Diversity Committee

Clinical Psychology Diversity Committee

The Diversity Committee is a student-led group created in recognition of the fact that culture, identity and difference across a variety of domains are inextricably tied to the role clinical psychologists play in serving the public and advancing scientific knowledge.

Our Mission

  1. Increase knowledge among those in the clinical program of the impact that culture, race, ethnicity, and other aspects of identity can have on mental health and one’s interaction with mental health care services.
  2. Facilitate awareness of our own cultural identities and areas of privilege and disadvantage, including how they shape our worldview, affect our interactions with clients, and influence the way we conduct research.
  3. Provide opportunities for students and others in the program to learn practical skills for developing cultural competence in clinical and research contexts.
  4. Identify ways in which the clinical psychology program can best serve diversity-related training goals, and create partnerships with the faculty to work toward reaching these goals.

Events and Initiatives

The Diversity Committee hosts a meeting or event each month during the academic year. Below are example of events and initiatives put together by the Diversity Committee:

  • Program-wide clinical workshop on addressing cultural differences in therapy
  • Panel discussion on gender equality in the clinical sciences
  • Student-led case conferences on patients in which elements of diversity impacted their presentation and the course of treatment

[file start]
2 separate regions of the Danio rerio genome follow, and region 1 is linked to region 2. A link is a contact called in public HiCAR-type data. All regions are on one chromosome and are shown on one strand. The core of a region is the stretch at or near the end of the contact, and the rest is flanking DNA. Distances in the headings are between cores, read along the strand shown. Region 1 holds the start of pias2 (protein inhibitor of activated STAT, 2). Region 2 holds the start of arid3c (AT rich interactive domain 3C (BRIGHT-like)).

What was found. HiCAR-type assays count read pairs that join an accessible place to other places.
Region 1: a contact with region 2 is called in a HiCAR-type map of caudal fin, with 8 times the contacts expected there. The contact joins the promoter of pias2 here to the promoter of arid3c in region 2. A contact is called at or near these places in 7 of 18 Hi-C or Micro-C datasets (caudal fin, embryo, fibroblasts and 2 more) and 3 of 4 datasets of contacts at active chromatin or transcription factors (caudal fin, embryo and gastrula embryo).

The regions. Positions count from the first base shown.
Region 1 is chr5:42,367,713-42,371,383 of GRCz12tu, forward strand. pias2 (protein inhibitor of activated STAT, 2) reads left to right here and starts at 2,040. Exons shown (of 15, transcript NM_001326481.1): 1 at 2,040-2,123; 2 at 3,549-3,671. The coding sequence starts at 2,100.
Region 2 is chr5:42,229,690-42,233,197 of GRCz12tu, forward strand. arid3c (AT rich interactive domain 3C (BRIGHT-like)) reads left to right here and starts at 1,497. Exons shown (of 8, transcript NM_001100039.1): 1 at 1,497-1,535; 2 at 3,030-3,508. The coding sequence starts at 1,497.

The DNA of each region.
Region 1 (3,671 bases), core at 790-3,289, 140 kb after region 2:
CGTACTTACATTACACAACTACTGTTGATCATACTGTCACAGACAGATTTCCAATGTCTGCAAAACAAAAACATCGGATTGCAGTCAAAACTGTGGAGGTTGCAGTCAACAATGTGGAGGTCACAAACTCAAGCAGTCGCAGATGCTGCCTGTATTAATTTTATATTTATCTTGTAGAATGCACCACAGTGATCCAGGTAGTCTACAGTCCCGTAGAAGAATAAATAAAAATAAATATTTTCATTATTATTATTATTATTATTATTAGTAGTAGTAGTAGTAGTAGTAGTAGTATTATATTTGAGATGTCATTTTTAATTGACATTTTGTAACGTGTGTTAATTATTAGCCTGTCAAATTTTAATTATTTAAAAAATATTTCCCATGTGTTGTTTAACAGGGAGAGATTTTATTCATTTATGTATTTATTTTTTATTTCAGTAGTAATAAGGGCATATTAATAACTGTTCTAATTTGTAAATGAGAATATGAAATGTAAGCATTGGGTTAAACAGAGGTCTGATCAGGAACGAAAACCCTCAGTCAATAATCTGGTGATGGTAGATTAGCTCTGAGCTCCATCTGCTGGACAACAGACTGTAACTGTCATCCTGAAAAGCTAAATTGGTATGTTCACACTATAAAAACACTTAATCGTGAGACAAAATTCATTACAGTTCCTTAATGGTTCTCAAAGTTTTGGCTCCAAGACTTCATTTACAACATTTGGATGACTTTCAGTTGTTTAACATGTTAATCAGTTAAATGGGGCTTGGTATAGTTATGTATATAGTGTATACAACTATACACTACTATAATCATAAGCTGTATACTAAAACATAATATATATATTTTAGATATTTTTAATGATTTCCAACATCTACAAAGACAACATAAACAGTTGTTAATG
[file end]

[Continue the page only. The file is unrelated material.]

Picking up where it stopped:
• Faculty presentation on multicultural issues in neuropsychology
  • Development of a Task Force working with CARD to evaluate how the clinic can best serve individuals from underrepresented backgrounds

Defining Diversity

The concept of diversity includes a wide array of differences among individuals. Diversity may encompass multiple domains including (but not limited to) race, ethnicity, gender, sexual orientation, class, immigration status, socio-economic status, religion, privilege, language, educational status, age, and ability. Diversity exists between and within individuals.

Defining Cultural Competence

Cultural competence requires awareness of, respect for, and curiosity about similarities and differences, as well as knowledge of frameworks for exploring similarities and differences. It also requires skill in applying these frameworks in interpersonal and professional contexts to people of all backgrounds in a manner that respects the worth of the individual and preserves their dignity.[1] Cultural competence is not an end state which one achieves, but is something toward which we must continually work.

[1]Definition adapted from: 1) I-Merit (2006). I-Merit Institutional-Wide Plan. Alliant International University. San Diego, CA. 2) University of Michigan Program for Multicultural Health. Retrieved September 8, 2008.